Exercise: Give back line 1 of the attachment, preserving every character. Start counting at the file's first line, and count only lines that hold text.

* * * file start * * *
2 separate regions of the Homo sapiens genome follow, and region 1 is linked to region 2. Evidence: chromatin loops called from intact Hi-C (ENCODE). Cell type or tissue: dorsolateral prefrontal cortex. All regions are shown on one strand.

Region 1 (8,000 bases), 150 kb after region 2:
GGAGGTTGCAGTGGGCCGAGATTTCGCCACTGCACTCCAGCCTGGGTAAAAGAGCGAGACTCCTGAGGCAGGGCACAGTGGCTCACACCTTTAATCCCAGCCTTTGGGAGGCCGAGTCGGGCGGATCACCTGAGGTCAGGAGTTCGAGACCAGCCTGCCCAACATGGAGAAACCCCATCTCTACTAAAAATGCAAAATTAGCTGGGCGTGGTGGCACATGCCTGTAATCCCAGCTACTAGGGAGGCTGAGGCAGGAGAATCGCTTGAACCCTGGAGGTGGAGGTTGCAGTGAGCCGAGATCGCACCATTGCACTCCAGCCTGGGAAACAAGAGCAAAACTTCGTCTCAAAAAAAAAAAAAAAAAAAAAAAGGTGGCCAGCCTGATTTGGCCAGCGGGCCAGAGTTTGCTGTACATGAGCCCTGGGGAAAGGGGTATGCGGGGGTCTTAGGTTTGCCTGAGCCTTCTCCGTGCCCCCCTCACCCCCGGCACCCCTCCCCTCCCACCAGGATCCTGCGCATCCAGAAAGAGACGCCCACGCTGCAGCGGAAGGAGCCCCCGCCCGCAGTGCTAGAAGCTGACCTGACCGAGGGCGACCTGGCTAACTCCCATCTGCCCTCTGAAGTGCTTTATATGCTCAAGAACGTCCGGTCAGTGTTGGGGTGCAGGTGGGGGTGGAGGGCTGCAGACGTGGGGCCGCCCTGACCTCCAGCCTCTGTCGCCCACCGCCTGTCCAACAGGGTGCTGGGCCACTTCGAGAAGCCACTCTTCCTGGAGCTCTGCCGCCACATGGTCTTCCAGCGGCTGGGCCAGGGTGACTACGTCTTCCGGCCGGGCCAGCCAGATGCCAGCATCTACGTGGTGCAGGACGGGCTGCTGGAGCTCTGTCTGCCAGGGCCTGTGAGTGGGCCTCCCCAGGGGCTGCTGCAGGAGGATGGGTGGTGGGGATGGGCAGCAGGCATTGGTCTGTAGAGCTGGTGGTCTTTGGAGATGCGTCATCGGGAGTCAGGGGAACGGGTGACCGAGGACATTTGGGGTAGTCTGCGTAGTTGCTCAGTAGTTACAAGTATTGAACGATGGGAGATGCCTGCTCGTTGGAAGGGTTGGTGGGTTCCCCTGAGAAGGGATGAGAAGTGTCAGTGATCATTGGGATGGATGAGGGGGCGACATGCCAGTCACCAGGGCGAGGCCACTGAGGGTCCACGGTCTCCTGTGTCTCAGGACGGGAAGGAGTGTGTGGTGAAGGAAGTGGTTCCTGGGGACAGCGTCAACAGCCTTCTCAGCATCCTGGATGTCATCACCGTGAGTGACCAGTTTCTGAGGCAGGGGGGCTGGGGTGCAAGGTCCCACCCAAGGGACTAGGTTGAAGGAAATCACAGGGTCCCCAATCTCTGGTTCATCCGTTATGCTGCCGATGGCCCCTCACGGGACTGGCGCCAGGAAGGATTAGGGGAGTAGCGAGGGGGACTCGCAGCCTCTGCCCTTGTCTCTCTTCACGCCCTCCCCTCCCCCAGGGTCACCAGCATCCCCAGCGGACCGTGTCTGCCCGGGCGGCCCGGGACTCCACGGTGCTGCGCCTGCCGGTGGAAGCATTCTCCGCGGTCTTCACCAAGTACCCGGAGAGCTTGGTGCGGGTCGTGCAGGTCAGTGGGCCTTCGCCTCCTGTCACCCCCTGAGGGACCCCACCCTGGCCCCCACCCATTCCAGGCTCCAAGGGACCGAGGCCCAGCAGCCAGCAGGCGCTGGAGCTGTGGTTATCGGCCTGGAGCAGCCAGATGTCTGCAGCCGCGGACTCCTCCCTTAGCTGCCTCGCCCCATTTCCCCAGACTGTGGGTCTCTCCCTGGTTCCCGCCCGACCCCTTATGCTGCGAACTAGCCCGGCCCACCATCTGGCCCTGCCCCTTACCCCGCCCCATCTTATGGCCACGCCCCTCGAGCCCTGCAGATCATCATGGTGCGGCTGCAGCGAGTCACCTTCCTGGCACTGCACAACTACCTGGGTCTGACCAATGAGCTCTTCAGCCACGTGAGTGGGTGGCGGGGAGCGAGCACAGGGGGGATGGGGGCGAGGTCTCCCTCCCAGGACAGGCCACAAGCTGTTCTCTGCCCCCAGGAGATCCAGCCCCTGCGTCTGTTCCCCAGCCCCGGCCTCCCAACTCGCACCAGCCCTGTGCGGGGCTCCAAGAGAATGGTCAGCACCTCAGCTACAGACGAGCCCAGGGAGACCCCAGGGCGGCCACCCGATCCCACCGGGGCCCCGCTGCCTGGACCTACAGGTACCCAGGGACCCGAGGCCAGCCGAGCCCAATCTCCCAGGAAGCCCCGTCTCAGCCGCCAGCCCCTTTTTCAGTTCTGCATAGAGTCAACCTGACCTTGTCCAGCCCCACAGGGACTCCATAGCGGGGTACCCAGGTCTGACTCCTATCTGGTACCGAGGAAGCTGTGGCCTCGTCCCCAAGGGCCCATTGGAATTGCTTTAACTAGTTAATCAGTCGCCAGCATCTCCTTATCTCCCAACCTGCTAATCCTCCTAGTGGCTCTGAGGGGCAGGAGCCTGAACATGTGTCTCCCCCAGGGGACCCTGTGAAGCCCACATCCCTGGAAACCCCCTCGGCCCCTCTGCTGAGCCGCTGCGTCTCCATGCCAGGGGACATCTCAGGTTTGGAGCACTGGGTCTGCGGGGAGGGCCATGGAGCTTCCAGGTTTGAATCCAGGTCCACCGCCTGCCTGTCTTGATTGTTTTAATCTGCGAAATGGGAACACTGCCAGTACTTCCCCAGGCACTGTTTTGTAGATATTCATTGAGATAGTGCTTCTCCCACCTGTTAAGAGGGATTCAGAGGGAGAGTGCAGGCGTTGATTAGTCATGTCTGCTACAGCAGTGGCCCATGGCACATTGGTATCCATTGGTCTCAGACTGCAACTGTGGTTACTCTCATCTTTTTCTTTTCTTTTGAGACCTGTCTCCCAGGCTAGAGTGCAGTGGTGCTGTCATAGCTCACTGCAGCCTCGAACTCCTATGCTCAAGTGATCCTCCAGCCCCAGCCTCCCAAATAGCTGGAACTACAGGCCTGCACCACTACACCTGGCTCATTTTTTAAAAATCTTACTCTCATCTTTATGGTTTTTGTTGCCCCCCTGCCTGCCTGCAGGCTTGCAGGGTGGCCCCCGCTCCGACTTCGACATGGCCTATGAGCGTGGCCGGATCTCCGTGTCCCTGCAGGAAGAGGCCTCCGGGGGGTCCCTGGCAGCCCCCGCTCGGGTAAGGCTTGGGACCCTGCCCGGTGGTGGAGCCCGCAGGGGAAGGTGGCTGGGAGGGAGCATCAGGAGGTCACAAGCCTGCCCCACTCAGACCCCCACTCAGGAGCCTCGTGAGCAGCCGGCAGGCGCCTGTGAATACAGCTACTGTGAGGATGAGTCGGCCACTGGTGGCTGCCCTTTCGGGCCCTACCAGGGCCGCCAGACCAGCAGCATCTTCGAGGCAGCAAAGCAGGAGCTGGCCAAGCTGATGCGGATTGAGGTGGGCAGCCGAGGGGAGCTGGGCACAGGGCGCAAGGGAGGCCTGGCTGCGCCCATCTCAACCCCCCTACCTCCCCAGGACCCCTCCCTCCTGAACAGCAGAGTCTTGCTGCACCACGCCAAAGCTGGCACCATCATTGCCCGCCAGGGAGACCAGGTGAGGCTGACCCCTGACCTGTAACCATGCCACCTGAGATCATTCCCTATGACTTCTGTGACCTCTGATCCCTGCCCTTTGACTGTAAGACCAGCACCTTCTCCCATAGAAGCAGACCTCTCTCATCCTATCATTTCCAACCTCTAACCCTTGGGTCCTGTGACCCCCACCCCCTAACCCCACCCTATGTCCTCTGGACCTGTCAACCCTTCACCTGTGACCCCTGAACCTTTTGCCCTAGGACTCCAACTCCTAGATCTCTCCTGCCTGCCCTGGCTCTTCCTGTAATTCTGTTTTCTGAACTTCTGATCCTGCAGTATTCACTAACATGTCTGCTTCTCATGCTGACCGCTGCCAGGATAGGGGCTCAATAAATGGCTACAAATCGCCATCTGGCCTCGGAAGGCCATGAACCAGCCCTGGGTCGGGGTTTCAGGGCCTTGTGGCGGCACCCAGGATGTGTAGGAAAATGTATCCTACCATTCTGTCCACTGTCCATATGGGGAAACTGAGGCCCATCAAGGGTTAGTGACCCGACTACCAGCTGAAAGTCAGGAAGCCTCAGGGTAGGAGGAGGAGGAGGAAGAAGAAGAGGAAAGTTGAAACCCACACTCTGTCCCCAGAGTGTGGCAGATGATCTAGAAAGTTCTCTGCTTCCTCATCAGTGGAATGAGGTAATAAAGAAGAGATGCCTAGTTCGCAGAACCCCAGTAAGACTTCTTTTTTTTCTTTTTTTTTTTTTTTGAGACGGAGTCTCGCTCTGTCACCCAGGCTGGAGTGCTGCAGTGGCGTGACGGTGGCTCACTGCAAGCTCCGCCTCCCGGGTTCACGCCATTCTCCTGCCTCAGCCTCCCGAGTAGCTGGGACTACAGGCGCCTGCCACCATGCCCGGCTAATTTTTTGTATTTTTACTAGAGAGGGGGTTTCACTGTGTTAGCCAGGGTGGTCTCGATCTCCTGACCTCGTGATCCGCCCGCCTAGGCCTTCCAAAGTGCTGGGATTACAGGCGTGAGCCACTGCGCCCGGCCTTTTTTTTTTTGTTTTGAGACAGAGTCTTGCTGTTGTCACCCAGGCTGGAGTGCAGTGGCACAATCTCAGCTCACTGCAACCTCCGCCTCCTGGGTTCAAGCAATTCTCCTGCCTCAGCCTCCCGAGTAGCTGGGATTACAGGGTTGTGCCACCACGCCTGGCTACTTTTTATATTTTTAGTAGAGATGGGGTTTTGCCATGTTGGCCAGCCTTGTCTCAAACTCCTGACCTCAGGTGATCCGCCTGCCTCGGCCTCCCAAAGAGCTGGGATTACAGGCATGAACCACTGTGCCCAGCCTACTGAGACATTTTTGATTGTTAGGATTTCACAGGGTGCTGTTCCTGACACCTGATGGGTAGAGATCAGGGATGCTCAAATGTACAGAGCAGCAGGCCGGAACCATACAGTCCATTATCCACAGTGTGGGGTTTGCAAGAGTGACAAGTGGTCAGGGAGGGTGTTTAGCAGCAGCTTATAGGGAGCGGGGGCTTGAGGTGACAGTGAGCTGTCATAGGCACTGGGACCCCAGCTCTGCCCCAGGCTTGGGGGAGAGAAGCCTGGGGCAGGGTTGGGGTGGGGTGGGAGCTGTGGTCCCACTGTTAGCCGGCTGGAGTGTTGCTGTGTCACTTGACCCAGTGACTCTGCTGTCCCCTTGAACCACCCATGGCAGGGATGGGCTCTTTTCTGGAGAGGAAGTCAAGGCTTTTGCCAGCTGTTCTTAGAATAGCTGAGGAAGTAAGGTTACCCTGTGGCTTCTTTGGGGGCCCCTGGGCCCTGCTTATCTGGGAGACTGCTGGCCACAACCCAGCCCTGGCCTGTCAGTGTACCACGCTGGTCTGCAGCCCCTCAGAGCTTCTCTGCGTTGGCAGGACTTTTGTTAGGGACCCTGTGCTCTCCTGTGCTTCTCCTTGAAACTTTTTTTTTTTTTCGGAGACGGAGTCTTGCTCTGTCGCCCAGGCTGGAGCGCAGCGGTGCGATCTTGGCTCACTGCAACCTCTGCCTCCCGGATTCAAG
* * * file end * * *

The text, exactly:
2 separate regions of the Homo sapiens genome follow, and region 1 is linked to region 2. Evidence: chromatin loops called from intact Hi-C (ENCODE). Cell type or tissue: dorsolateral prefrontal cortex. All regions are shown on one strand.